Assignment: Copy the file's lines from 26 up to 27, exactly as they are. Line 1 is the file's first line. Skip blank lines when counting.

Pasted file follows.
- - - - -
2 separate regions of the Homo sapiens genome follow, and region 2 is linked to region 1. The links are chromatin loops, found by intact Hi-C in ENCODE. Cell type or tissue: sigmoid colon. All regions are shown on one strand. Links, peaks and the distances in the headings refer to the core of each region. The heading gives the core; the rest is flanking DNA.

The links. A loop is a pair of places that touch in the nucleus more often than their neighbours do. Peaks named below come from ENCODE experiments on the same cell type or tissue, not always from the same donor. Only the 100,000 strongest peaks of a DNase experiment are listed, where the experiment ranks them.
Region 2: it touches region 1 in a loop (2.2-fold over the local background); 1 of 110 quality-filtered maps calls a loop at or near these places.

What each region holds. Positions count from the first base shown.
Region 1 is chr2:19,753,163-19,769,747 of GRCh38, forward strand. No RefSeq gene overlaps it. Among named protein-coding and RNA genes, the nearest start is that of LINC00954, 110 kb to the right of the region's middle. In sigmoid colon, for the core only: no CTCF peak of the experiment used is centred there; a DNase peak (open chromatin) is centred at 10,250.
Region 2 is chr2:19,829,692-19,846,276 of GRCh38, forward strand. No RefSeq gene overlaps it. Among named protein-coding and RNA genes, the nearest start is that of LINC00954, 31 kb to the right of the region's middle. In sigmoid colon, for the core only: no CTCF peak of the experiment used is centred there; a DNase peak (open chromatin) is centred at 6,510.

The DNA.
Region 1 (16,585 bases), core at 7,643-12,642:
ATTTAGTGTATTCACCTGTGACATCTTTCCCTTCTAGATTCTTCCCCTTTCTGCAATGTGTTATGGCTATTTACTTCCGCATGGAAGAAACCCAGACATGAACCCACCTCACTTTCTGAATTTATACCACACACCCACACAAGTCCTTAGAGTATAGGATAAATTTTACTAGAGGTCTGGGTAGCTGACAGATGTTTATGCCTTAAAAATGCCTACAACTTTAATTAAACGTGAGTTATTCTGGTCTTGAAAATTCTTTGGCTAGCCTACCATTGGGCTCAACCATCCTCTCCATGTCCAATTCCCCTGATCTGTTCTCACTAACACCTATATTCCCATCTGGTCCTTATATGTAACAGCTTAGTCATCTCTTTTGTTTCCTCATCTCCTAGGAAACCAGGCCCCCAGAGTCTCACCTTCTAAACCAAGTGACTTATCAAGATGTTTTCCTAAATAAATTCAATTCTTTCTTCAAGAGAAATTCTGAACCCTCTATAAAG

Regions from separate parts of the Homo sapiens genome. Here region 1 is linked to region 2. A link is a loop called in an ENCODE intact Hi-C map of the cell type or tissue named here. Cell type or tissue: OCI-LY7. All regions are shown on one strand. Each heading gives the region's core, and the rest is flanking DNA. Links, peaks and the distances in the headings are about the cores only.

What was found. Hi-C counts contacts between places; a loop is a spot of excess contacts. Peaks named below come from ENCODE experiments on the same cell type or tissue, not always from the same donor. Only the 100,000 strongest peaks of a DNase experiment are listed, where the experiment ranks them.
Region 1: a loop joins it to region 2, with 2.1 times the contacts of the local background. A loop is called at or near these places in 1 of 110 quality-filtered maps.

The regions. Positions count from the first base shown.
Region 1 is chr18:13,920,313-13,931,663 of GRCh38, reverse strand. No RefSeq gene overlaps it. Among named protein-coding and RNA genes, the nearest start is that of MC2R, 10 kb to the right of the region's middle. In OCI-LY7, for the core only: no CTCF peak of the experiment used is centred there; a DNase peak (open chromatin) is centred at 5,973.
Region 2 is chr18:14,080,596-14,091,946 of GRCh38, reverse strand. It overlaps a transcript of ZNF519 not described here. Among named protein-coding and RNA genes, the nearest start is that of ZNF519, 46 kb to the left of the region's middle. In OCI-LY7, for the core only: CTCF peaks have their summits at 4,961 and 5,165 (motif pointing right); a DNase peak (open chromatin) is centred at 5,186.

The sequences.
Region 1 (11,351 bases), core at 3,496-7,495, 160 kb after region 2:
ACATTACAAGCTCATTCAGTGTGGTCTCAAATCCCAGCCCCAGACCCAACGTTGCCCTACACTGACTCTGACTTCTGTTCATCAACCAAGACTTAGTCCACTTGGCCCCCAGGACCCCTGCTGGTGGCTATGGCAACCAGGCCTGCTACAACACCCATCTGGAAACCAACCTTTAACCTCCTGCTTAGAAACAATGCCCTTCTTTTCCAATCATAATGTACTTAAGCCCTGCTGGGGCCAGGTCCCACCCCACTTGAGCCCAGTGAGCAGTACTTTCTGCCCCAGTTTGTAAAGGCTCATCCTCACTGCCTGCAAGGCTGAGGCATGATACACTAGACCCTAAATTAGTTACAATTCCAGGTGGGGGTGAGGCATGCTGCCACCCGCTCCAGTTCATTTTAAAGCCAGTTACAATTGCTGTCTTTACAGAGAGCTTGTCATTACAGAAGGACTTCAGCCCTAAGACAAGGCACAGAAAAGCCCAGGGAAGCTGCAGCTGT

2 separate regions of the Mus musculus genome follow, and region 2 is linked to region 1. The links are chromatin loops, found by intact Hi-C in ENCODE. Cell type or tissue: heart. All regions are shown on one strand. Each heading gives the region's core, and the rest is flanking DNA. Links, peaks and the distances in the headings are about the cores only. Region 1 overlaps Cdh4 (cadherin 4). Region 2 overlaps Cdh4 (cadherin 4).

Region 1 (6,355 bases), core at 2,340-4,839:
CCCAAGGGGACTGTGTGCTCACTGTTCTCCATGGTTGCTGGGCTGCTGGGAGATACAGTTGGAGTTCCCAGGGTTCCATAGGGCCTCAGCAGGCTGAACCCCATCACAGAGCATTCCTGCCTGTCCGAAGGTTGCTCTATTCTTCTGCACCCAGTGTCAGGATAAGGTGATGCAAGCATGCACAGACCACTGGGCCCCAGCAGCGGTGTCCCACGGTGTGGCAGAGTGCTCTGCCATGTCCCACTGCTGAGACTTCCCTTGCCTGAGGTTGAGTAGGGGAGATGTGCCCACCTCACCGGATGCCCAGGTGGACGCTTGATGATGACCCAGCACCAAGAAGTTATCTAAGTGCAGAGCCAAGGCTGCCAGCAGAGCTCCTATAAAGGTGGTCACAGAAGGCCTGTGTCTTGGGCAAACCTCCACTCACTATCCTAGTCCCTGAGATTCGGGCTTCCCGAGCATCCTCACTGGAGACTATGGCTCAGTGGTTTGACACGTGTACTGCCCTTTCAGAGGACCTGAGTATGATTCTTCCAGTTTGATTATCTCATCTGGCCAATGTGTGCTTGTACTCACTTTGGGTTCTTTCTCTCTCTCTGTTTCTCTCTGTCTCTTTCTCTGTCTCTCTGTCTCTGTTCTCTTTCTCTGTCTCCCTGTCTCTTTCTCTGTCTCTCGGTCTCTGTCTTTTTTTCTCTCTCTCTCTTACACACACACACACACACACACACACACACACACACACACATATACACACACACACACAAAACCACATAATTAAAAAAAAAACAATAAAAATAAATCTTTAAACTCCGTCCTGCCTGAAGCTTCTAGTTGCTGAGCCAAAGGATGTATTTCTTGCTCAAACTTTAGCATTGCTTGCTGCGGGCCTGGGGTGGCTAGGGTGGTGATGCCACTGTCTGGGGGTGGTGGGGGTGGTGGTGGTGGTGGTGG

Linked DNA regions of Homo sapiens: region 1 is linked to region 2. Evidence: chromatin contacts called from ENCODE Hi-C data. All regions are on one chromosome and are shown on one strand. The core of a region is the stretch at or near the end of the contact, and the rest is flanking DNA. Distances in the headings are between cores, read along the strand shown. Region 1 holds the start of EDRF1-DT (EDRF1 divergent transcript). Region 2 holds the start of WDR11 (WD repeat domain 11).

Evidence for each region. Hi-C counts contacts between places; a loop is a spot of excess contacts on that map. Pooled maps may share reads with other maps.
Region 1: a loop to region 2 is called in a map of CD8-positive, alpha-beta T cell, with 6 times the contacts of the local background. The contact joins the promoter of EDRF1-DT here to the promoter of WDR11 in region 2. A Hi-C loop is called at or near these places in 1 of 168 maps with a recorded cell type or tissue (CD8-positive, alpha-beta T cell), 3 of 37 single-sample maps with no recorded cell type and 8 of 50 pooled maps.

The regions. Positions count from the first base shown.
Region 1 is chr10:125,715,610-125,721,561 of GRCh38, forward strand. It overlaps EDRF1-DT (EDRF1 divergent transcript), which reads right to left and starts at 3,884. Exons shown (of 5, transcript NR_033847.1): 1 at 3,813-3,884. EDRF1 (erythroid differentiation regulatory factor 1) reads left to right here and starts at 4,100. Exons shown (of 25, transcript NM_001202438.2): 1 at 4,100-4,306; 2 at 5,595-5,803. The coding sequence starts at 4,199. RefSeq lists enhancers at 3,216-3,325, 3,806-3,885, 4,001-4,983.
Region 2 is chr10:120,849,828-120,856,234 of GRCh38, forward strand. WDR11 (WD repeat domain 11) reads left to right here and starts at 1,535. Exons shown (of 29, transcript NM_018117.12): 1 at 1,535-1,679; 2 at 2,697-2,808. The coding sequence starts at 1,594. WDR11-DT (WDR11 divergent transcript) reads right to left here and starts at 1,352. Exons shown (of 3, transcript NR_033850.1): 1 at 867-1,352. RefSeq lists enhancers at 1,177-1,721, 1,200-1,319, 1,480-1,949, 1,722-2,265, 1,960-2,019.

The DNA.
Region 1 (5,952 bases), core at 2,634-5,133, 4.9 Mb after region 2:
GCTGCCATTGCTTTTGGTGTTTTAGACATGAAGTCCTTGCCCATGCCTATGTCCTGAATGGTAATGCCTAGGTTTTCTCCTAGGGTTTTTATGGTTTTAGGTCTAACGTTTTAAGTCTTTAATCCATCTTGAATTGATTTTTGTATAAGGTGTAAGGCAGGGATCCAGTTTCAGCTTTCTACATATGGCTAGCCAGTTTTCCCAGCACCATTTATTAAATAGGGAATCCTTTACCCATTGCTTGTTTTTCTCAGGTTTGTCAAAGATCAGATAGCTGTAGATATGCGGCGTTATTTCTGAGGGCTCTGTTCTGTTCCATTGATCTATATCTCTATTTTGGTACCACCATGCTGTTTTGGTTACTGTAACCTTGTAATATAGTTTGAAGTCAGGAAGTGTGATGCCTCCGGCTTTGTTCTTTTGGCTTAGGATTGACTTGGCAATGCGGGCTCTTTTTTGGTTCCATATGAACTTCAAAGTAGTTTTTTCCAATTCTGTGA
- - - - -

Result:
Region 1 is chr10:125,715,610-125,721,561 of GRCh38, forward strand. It overlaps EDRF1-DT (EDRF1 divergent transcript), which reads right to left and starts at 3,884. Exons shown (of 5, transcript NR_033847.1): 1 at 3,813-3,884. EDRF1 (erythroid differentiation regulatory factor 1) reads left to right here and starts at 4,100. Exons shown (of 25, transcript NM_001202438.2): 1 at 4,100-4,306; 2 at 5,595-5,803. The coding sequence starts at 4,199. RefSeq lists enhancers at 3,216-3,325, 3,806-3,885, 4,001-4,983.
Region 2 is chr10:120,849,828-120,856,234 of GRCh38, forward strand. WDR11 (WD repeat domain 11) reads left to right here and starts at 1,535. Exons shown (of 29, transcript NM_018117.12): 1 at 1,535-1,679; 2 at 2,697-2,808. The coding sequence starts at 1,594. WDR11-DT (WDR11 divergent transcript) reads right to left here and starts at 1,352. Exons shown (of 3, transcript NR_033850.1): 1 at 867-1,352. RefSeq lists enhancers at 1,177-1,721, 1,200-1,319, 1,480-1,949, 1,722-2,265, 1,960-2,019.